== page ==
Throughout his career, Tatum has fallen in love with taking a myriad of difficult shots that he ends up missing more often than not. It’s been well-documented that Tatum idolized Kobe Bryant during his childhood, and he has certainly taken a liking to taking the types of shots Bryant became renowned for hitting. Tatum goes through streaks where he settles way too often for these types of shots, and so far that appears to be one of the main reasons for his scoring issues.

Remember earlier in Tatum’s career where he went through a phase where he simply refused to drive to the basket? We seem to be in that stage yet again. Tatum is driving to the basket, but not as much as he should be. Once again, he’s settling for far too many pull-up midranges and side-step three pointers that he loves taking, but doesn’t often hit.

Last season, Tatum seemed to find the sweet spot between his love for tough shots and getting to the hoop. The more Tatum drives to the hoop, the more it opens up his midrange game, as defenders will have to play him as if he’s driving to the paint. Instead, defenders are pressing Tatum further away from the hoop than last season, because he simply isn’t attacking the rim as often as he should.

Perhaps the most enlightening piece of evidence that supports this theory is Tatum’s expected field goal percentage, which measures exactly what you think it measures (the percentage of shots that a player is expected to make if you weren’t entirely clear on that). Tatum’s expected field goal percentage sits at a miniscule 44.4 percent. So what that means is Tatum isn’t even expected to hit half of the shots that’s he taking, which is quite a large issue.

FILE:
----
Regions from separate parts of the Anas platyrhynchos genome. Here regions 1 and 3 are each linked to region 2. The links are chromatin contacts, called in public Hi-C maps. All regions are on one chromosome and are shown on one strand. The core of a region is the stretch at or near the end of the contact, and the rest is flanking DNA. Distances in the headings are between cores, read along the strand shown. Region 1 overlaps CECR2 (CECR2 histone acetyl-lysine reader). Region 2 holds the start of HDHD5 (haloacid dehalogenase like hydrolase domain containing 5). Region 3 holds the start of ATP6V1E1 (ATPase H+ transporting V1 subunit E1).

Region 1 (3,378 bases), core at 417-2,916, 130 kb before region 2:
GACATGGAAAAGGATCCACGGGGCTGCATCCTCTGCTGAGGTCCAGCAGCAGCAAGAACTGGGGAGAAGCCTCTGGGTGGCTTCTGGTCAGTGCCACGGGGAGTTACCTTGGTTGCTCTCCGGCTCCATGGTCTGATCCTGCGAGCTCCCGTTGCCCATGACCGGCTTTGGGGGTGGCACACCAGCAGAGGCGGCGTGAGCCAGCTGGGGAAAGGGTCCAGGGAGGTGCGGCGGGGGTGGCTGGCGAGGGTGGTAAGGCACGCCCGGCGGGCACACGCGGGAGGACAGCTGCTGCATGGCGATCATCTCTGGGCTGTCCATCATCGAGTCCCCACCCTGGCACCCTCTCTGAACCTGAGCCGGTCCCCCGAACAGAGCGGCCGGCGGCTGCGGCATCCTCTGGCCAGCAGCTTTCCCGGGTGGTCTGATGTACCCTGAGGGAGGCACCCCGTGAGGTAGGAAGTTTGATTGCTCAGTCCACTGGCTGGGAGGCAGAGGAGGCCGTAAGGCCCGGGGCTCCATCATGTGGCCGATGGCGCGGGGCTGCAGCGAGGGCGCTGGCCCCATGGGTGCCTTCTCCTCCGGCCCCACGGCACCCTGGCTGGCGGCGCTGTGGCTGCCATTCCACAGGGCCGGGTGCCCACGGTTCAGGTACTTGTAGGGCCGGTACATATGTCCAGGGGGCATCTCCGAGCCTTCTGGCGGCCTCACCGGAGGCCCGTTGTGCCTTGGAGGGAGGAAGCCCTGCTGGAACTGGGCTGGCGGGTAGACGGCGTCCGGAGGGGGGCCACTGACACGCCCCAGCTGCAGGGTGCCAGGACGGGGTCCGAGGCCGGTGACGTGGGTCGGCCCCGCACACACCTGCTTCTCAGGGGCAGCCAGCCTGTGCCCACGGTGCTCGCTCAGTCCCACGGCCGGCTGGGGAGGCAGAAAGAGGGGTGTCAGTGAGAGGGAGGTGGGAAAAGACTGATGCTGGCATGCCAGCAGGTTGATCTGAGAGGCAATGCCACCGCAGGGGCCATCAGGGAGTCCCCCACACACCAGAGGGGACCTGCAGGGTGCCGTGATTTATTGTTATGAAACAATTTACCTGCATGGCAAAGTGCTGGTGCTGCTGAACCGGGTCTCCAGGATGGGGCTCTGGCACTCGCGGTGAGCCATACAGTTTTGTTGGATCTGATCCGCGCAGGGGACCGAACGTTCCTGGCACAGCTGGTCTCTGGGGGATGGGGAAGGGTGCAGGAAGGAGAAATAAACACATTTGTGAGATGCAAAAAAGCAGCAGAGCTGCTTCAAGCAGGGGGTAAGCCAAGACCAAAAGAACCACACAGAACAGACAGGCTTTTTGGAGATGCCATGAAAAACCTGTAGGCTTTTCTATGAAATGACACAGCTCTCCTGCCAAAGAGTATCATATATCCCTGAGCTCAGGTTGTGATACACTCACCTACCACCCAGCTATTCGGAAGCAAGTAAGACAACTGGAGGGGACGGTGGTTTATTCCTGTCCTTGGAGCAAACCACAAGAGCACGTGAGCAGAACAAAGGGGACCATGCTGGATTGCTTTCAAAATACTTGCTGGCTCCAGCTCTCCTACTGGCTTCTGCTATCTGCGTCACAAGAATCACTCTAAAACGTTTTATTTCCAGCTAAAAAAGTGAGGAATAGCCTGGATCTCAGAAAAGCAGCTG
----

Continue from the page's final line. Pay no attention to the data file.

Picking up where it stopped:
The numbers paint the picture of Tatum as a player who basically treats NBA games as his own personal shootaround. While his effort to improve other areas of his game (his rebounding and overall defensive skillset have shown great improvement thus far) Tatum is still way too nonchalant on the offensive side of the ball. It’s hurt his game before, but now he’s doing it to an extent that we have never before seen.

Tatum spent most of the offseason bulking up, and he reported to training camp looking a lot bigger than he did the last time we saw him. Yet Tatum has reverted back to his old ways rather than taking his game to the next level. When Tatum wants to get to the hoop, he does so most of the time with ease. He’s so big now he can often just overpower his defender with a couple of steps.

That’s how the Boston Celtics need Tatum to play. The problem is that’s not how Tatum wants to play. Tatum seems enamored with the highlight reel shots that don’t often fall, but when they do, they look awesome. But that’s how you win basketball games.

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Questions have almost constantly been raised about Tatum’s commitment to winning games rather than making a couple of flashy plays, and maybe those concerns have some weight to them. We’ve already seen Tatum get criticized for constantly complaining to the officials about calls he’s not getting, which in turn impacts his ability to get back on defense. Maybe this is just how things are going to be with Tatum.

What’s clear though is that until Tatum decides to start driving to the paint again, the Celtics offense will continue to struggle. Maybe the return of Brown will change things, but that seems unlikely. Tatum’s struggles can only be fixed by one person, and until that person realizes it, the Boston Celtics will continue to exasperate themselves and their fan base.